Universal computer memory could replace DRAM


Wednesday, 10 July, 2019


Universal computer memory could replace DRAM

A new type of computer memory that could solve the digital technology energy crisis has been invented and patented by scientists from Lancaster University.

The inventors of the device used quantum mechanics to solve the dilemma of choosing between stable, long-term data storage and low-energy writing and erasing. They have thus realised a ‘universal memory’, the search for which has preoccupied scientists and engineers for decades.

“Universal memory, which has robustly stored data that is easily changed, is widely considered to be unfeasible, or even impossible, but this device demonstrates its contradictory properties,” said Professor Manus Hayne of Lancaster University.

The device could replace the $100bn market for dynamic random-access memory (DRAM), which is the ‘working memory’ of computers, as well as the long-term memory in flash drives. While writing data to DRAM is fast and low energy, the data is volatile and must be continuously ‘refreshed’ to avoid it being lost; and while flash stores data robustly, writing and erasing is slow, energy intensive and results in deterioration, making it unsuitable for working memory.

“The ideal is to combine the advantages of both without their drawbacks, and this is what we have demonstrated,” Prof Hayne said. “Our device has an intrinsic data storage time that is predicted to exceed the age of the universe, yet it can record or delete data using 100 times less energy than DRAM.”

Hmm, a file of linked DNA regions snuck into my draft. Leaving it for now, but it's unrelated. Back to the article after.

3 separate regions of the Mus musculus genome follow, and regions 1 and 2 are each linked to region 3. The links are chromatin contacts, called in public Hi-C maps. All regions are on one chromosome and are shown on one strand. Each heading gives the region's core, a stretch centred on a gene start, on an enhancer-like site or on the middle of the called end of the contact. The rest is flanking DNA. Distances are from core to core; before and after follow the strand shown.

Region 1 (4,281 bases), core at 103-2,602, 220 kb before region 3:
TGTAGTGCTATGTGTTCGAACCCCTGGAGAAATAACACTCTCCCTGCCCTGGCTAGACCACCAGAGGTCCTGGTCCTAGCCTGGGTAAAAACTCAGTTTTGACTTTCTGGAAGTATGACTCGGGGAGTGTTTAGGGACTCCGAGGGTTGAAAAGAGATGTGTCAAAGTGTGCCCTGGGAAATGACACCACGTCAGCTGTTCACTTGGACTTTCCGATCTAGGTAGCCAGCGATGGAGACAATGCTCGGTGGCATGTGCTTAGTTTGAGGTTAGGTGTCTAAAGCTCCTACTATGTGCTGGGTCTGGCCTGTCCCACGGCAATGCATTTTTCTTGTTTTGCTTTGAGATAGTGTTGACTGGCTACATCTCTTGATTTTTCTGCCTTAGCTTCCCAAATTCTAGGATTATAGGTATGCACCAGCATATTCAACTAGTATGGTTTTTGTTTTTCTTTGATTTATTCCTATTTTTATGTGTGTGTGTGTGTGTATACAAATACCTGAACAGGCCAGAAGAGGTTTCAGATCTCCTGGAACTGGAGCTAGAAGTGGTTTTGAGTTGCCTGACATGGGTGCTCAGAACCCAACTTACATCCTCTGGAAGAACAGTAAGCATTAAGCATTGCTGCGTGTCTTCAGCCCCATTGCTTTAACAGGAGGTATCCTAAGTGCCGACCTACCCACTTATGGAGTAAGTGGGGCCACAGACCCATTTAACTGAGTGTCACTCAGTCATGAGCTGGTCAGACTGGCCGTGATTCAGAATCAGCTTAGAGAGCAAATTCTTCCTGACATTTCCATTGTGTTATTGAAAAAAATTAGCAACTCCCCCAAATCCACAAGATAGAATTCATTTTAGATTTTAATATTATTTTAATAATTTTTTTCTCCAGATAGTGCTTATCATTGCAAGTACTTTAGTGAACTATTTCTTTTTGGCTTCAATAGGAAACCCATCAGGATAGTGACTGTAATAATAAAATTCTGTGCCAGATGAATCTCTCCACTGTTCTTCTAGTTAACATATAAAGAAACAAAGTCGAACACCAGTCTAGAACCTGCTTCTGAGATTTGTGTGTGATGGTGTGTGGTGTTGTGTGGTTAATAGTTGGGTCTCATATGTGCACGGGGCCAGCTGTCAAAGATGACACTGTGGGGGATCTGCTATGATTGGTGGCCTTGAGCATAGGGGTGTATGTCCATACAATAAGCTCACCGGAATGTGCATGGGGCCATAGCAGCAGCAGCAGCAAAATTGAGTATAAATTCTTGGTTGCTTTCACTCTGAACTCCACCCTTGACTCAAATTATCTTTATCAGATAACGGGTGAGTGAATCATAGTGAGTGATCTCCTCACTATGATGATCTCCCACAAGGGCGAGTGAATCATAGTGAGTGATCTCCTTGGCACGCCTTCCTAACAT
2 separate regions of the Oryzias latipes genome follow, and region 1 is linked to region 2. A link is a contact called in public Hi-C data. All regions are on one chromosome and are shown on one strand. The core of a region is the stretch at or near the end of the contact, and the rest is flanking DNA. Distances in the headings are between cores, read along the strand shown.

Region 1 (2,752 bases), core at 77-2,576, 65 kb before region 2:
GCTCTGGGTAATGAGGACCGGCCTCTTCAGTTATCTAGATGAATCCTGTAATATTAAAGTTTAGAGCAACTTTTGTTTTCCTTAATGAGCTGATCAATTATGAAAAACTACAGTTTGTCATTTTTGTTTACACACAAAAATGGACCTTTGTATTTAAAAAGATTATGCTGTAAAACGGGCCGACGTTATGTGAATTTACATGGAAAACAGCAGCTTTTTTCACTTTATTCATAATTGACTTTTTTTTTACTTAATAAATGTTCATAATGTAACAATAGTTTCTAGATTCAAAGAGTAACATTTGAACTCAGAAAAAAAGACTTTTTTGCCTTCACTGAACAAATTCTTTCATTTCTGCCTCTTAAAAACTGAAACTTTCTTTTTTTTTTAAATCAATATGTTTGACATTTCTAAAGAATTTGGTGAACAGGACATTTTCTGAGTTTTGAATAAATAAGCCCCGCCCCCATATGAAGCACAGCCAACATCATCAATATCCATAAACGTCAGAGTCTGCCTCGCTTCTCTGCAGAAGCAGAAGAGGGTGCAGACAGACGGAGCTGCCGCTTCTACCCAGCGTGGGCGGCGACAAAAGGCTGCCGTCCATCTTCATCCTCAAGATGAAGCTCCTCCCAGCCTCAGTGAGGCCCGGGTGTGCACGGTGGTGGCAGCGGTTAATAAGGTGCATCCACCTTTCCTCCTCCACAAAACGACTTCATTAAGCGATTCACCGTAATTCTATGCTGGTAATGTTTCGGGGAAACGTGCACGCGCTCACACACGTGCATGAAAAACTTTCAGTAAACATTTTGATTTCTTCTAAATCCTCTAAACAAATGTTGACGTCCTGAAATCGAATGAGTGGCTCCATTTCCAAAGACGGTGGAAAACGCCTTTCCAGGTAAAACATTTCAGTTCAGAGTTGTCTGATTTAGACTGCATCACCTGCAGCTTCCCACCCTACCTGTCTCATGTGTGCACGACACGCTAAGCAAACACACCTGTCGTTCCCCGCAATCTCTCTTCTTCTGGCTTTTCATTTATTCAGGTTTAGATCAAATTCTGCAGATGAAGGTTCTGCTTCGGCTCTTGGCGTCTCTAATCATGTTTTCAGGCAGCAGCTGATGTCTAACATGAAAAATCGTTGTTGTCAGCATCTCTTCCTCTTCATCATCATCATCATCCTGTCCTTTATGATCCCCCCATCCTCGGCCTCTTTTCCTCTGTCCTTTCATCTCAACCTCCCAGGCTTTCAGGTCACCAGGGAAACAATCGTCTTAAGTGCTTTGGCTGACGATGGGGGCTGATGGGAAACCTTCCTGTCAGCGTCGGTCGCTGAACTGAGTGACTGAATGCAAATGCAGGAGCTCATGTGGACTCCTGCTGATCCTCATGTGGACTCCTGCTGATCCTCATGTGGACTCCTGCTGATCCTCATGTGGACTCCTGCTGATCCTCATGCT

It is expected that the device’s ultralow energy consumption would immediately reduce peak power consumption in data centres by one-fifth. It would also allow, for example, computers which do not need to boot up and could instantaneously and imperceptibly go into an energy-saving sleep mode — even between key strokes.

A US patent has been awarded for the electronic memory device with another patent pending, while several companies have expressed an interest or are actively involved in the research. The research has been published in the journal Scientific Reports.

Image credit: ©peshkova/Dollar Photo Club

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